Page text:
Teaching: at the heart of higher education?

It is almost exactly 30 years ago that I first entered a room to teach students. That was in Cambridge, and I was doing a PhD and earning a little extra income by doing some teaching in my field. I hope the students got something from it, but I sometimes wonder – I was very inexperienced at the time, and like most new teachers very nervous. Two years later I became a lecturer in TCD’s School of Business Studies, and by that time I had become more confident and was very enthusiastic; and there followed a 20-year career teaching some 4,000 students, many of whom I will meet occasionally, some now in very senior positions.

I always enjoyed teaching, and particularly liked participative classes in which I would learn a lot from some very bright students. I didn’t like examining so much, not least because you could not help being aware of the effect on young people’s lives and careers of the results. But when in 2000 I had to give up regular teaching on taking up the post of President of DCU, I did feel significant regret that this part of my life would be missing.

By that time (i.e. the year 2000) I had been a Professor for ten years. It is a rank I was able to get almost entirely on the strength of my research. If teaching played a role in it, I was and am unaware of it. And as many academics know, that’s how the academic promotion system in almost all universities works. That is not always a bad thing, because academic life is about scholarship and research output demonstrates scholarly achievement. However, the traditional key core mission of a university is to teach, and if we want people to perform this vital task well we need to show recognition of excellence in this field – and on the whole we don’t. DCU has adjusted its promotion procedures to encourage staff to provide evidence of teaching excellence, and we have an annual President’s Award for good teaching. But we also know that this is not yet enough.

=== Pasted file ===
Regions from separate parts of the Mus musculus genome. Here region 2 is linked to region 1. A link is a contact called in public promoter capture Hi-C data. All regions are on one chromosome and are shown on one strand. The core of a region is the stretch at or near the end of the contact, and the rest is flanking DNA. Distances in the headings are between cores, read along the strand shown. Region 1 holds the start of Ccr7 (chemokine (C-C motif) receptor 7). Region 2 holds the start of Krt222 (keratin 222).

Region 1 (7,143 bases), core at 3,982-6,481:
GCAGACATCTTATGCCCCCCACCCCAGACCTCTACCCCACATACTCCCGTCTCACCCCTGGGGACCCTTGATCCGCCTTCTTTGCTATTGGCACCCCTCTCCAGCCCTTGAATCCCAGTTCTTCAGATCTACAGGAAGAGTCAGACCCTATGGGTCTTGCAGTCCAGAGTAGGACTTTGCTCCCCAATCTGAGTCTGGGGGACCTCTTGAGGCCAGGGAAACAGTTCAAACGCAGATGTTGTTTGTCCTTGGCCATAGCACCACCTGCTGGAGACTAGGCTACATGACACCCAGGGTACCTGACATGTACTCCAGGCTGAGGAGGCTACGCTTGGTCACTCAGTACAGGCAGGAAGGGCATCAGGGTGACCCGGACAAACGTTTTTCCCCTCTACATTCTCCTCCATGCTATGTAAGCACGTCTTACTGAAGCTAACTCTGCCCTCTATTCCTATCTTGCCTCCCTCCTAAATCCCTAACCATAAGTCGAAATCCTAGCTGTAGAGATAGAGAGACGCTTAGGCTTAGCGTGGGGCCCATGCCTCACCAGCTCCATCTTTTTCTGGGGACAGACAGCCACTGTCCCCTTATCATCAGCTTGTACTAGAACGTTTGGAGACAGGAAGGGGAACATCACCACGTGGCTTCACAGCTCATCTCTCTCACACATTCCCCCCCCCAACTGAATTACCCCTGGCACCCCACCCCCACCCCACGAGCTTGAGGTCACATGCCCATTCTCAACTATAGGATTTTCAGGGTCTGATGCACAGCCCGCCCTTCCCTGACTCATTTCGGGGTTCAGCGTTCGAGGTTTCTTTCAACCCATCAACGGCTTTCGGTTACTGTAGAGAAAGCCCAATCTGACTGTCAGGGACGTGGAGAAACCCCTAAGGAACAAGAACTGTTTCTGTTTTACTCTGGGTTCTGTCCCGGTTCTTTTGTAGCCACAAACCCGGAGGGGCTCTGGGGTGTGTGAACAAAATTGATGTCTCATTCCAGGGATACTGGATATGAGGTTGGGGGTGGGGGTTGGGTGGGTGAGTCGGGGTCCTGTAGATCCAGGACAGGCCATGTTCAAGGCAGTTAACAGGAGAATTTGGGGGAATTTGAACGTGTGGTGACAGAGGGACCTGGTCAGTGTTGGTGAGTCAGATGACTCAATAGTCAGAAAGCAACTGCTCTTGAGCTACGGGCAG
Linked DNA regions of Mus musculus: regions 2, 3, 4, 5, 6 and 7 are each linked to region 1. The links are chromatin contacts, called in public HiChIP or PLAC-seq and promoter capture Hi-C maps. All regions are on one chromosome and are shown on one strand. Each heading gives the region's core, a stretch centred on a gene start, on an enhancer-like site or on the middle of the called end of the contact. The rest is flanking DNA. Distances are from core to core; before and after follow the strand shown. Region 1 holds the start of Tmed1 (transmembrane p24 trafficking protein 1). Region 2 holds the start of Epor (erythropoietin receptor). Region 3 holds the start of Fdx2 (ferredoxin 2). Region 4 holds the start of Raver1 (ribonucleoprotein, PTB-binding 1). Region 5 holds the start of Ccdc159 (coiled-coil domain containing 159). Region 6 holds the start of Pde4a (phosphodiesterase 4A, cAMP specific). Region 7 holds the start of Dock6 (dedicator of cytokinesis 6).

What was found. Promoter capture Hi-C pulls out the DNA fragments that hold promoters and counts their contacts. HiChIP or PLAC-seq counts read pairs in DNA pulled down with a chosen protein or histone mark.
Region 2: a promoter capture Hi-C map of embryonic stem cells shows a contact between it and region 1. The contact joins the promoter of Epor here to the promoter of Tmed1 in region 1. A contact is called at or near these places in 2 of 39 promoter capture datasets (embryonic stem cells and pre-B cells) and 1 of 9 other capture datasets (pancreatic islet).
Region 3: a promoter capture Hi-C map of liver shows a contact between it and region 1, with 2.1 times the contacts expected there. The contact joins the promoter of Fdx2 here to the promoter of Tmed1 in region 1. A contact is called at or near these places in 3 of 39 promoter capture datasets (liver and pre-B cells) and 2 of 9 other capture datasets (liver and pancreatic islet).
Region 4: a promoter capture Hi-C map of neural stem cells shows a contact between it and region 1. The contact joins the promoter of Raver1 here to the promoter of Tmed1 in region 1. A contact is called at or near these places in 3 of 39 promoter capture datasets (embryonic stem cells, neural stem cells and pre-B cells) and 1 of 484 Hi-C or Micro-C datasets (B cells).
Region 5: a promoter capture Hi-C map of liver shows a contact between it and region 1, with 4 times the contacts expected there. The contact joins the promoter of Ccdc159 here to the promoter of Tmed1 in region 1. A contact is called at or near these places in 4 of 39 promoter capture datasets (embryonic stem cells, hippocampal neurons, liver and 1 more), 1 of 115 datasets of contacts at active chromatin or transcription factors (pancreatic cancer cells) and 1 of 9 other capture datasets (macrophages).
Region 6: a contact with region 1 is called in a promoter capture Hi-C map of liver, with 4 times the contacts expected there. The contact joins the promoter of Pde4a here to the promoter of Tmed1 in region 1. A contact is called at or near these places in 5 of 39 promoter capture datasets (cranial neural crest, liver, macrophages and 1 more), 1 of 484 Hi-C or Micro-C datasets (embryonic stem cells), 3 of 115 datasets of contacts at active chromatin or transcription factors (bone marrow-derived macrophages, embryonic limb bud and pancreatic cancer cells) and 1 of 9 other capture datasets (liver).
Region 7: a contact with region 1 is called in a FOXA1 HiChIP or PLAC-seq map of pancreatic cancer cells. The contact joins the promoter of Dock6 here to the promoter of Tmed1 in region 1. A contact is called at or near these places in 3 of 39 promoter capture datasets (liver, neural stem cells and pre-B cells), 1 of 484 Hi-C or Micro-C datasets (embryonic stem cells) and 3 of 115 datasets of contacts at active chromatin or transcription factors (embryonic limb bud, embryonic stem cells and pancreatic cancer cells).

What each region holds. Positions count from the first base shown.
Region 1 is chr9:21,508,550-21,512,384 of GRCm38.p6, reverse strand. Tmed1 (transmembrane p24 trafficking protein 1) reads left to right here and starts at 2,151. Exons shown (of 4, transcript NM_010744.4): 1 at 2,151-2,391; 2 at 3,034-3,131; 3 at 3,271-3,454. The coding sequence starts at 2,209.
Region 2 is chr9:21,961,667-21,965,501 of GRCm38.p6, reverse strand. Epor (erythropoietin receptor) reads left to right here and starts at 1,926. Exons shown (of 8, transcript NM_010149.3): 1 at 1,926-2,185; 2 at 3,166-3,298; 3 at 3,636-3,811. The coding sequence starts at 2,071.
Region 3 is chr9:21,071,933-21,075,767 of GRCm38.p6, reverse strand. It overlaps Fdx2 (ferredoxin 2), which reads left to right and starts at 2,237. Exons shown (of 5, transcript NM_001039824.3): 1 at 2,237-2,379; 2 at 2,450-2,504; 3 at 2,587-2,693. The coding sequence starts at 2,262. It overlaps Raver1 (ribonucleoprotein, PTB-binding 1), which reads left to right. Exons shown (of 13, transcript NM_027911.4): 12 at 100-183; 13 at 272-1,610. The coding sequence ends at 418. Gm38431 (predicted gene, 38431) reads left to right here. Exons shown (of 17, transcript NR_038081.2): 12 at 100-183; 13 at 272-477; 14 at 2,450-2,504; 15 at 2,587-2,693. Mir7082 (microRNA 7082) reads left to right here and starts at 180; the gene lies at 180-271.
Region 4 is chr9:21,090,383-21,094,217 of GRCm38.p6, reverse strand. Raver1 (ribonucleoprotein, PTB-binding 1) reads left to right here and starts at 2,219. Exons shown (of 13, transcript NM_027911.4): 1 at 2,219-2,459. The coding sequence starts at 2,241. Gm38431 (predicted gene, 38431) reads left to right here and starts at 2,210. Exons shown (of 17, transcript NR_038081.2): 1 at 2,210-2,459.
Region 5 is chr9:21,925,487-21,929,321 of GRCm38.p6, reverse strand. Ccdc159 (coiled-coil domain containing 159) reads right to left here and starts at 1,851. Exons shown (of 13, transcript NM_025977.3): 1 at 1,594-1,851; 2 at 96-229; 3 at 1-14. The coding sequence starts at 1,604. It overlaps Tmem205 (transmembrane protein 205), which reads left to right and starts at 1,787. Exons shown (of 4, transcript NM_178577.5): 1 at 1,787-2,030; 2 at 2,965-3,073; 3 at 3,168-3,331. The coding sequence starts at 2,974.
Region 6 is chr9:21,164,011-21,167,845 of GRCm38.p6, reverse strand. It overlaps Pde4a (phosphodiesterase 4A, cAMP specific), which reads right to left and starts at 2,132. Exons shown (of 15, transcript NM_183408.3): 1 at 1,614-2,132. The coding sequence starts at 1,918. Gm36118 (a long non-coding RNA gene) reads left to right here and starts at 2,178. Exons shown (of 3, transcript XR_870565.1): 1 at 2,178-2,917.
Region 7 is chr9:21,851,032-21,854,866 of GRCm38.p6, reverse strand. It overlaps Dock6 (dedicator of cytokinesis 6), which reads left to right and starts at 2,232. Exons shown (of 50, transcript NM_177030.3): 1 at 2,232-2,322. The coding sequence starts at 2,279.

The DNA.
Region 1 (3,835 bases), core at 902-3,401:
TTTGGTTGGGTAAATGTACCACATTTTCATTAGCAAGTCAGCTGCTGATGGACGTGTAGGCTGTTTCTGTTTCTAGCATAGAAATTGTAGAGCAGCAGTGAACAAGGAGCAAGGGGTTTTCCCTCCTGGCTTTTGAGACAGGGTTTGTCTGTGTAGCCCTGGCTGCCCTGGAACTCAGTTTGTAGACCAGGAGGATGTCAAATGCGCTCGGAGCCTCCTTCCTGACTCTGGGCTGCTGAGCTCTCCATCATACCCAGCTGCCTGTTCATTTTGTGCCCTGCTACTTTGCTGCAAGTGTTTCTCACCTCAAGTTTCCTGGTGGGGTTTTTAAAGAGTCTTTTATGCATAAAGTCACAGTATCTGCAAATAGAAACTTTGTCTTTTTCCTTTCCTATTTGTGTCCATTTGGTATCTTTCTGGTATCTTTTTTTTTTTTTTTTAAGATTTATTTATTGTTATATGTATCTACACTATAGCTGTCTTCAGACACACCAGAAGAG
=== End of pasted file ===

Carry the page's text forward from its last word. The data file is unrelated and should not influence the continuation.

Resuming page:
One of the aims I have set myself as part of the strategic planning process that is about to begin in DCU is to find a framework for rewarding excellent teaching and allowing it to be a significant part of staff career development; and we must be able to apply such a framework without weakening the search for scholarly excellence in research. When we have advanced this discussion somewhat in DCU I shall return to the topic here, but in the meantime would welcome comments from academics, students and former students, and others, about how we should encourage and reward really excellent teaching.

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